When the Seattle Symphony launched Sonic Evolution in 2011, it opened a new dialogue with the past, present and future of popular music in this dynamic city. The first installment of the series came just weeks into Ludovic Morlot’s debut season as Music Director, and the genre-bending program set the tone for his electrifying tenure. Now the series is stretching further than ever, with the next installment — titled “This is Indie!” — coming to Benaroya Hall on May 13.
That first Sonic Evolution was a transformative experience for one of the featured composers as well: Brooklyn-based William Brittelle, who kicked off the series with a tribute to Nirvana front man Kurt Cobain. Brittelle was already a seasoned veteran of New York’s “alt-classical” scene at the time, and a co-founder of New Amsterdam Records, run by a collective of composers. But he had yet to break into the field of orchestral music, a world not always so welcoming to a composer who describes his style as “post-genre” and who is as comfortable dealing with hip-hop and electronic music as he is among the classical warhorses.
Brittelle’s work on that first program, Obituary Birthday (A Requiem for Kurt Cobain), captured the essence of Sonic Evolution as a forum for musical transformation, and not just surface-level quotations and nostalgia. Writing for Seattle Met, Laura Dannen reported, “I eventually forgot I was listening for Nirvana because the music was so damn beautiful.” That premiere also marked a breakthrough for Brittelle, who went on to write orchestral works for the major symphony orchestras in Baltimore and Indianapolis among others.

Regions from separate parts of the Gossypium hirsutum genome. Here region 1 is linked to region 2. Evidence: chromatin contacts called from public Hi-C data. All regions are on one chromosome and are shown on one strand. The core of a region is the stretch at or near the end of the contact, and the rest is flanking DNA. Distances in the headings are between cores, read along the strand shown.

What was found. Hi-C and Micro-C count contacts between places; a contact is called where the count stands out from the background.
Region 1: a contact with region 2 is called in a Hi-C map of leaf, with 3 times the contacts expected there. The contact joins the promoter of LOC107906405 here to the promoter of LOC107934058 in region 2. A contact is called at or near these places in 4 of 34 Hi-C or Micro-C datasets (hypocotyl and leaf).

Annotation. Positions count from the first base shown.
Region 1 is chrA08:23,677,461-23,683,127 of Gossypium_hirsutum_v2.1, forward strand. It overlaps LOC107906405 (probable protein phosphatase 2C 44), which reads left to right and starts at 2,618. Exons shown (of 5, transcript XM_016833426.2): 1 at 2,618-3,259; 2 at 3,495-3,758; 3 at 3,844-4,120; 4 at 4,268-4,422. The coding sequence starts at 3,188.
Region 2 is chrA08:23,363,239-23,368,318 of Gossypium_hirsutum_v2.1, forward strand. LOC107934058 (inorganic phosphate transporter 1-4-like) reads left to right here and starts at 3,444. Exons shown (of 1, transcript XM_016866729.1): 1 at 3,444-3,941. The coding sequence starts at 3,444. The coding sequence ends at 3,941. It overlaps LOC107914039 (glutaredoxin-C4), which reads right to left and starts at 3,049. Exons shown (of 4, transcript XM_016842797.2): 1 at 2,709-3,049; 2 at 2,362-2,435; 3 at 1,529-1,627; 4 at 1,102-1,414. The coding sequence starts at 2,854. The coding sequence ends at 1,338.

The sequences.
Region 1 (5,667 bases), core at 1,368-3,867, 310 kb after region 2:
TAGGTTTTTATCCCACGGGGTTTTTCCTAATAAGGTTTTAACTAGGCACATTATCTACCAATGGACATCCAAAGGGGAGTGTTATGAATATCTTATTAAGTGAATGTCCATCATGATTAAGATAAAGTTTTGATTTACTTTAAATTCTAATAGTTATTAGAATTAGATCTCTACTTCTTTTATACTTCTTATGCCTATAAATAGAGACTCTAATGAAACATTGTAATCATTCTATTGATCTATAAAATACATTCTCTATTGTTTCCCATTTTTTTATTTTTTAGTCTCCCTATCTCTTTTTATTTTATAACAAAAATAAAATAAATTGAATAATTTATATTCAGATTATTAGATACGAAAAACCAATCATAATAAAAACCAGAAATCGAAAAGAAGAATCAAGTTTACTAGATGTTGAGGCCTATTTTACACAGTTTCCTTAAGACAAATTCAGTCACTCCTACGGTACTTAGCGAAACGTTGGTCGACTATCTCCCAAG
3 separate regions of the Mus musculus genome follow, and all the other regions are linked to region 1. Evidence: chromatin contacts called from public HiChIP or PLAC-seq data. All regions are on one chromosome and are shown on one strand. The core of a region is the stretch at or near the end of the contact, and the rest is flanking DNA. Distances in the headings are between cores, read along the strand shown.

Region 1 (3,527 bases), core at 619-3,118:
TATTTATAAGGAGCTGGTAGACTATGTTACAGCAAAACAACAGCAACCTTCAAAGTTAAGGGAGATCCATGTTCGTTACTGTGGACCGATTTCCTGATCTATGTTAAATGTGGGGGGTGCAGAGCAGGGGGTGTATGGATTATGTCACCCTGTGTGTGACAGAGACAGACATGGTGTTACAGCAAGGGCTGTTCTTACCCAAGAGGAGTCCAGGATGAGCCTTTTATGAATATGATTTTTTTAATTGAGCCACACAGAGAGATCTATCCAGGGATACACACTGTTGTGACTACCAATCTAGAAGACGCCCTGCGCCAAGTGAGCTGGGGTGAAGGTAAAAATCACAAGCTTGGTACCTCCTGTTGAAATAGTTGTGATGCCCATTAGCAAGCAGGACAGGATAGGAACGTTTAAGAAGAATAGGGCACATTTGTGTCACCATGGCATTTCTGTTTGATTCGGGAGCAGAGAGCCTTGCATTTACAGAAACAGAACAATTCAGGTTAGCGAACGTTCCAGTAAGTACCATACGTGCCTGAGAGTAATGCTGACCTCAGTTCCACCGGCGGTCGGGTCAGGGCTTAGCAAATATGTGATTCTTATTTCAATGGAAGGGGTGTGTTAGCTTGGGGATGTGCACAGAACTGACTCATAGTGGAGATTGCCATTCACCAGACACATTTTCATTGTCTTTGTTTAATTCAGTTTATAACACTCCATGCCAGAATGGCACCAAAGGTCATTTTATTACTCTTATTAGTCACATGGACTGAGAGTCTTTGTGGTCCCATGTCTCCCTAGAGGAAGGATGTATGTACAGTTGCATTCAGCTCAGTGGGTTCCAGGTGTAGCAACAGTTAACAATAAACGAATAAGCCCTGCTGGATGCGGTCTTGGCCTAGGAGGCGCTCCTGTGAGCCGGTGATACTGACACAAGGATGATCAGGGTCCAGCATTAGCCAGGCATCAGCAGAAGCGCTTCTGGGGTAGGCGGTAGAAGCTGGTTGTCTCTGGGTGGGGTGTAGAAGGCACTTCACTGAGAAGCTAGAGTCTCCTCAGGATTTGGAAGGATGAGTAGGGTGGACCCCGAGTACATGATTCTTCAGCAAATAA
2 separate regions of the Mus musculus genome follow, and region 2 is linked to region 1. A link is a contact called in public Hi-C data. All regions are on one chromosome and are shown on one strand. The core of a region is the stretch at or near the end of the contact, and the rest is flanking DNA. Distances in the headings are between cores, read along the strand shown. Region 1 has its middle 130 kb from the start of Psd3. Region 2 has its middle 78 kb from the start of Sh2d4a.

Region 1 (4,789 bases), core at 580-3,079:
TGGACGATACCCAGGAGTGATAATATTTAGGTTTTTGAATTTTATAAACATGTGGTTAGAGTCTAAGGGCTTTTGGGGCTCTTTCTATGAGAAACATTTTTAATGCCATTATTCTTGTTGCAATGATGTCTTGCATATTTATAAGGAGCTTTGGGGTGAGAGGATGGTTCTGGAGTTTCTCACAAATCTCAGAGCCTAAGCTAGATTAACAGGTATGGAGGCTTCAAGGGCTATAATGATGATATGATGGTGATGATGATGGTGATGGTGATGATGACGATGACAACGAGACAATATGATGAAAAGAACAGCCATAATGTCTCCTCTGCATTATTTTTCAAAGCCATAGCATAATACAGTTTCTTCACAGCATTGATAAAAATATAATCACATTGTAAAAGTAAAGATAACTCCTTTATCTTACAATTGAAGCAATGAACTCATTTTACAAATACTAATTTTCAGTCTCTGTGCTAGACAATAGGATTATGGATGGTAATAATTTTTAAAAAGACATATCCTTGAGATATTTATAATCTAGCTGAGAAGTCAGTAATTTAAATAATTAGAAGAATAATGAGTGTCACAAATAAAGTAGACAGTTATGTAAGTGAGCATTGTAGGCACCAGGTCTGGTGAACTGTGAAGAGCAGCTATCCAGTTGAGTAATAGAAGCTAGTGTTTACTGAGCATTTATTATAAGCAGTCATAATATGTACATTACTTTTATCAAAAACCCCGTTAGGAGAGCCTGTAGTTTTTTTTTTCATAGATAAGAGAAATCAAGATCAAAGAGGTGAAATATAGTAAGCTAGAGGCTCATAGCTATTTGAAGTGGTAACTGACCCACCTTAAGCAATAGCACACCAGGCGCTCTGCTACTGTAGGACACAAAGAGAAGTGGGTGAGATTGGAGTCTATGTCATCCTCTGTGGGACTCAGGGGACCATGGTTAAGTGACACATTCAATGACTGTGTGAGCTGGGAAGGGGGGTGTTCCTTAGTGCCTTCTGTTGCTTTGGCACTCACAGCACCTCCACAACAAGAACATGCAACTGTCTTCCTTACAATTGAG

Five years later, Brittelle is returning with another new work commissioned for Sonic Evolution. Meanwhile the series itself has evolved, encompassing broader interactions with Seattle culture than just one-to-one tributes to pop icons. Matching our increasingly young and global city and its robust hip-hop scene, Brittelle is preparing a new piece inspired by a 25-year-old, Venezuelan-born, London-based producer. Arca has co-produced albums with Kanye West and Björk, but Brittelle admits being particularly “obsessed” with the musician’s solo projects, and he seeks in this new orchestral composition “to unpack some of the ways that Arca organizes gestures and ideas to figure out what it is in his music that is striking such a deep chord in me right now.”
If your image of an orchestral composer at work starts with a blank sheet of staff paper, a pen (or maybe a quill) and an empty room, think again. Before Brittelle commits any notes to a page, he uses digital audio technology to generate an electronic mock-up, a process he likens to building a scale model of an architectural project. Only then does he translate the composition into a score for orchestra, in this case one augmented by a “synthesizer that switches rapidly between different patches” and “two sampler pads that are sampling anything from gospel vocals to manipulated drum sounds.”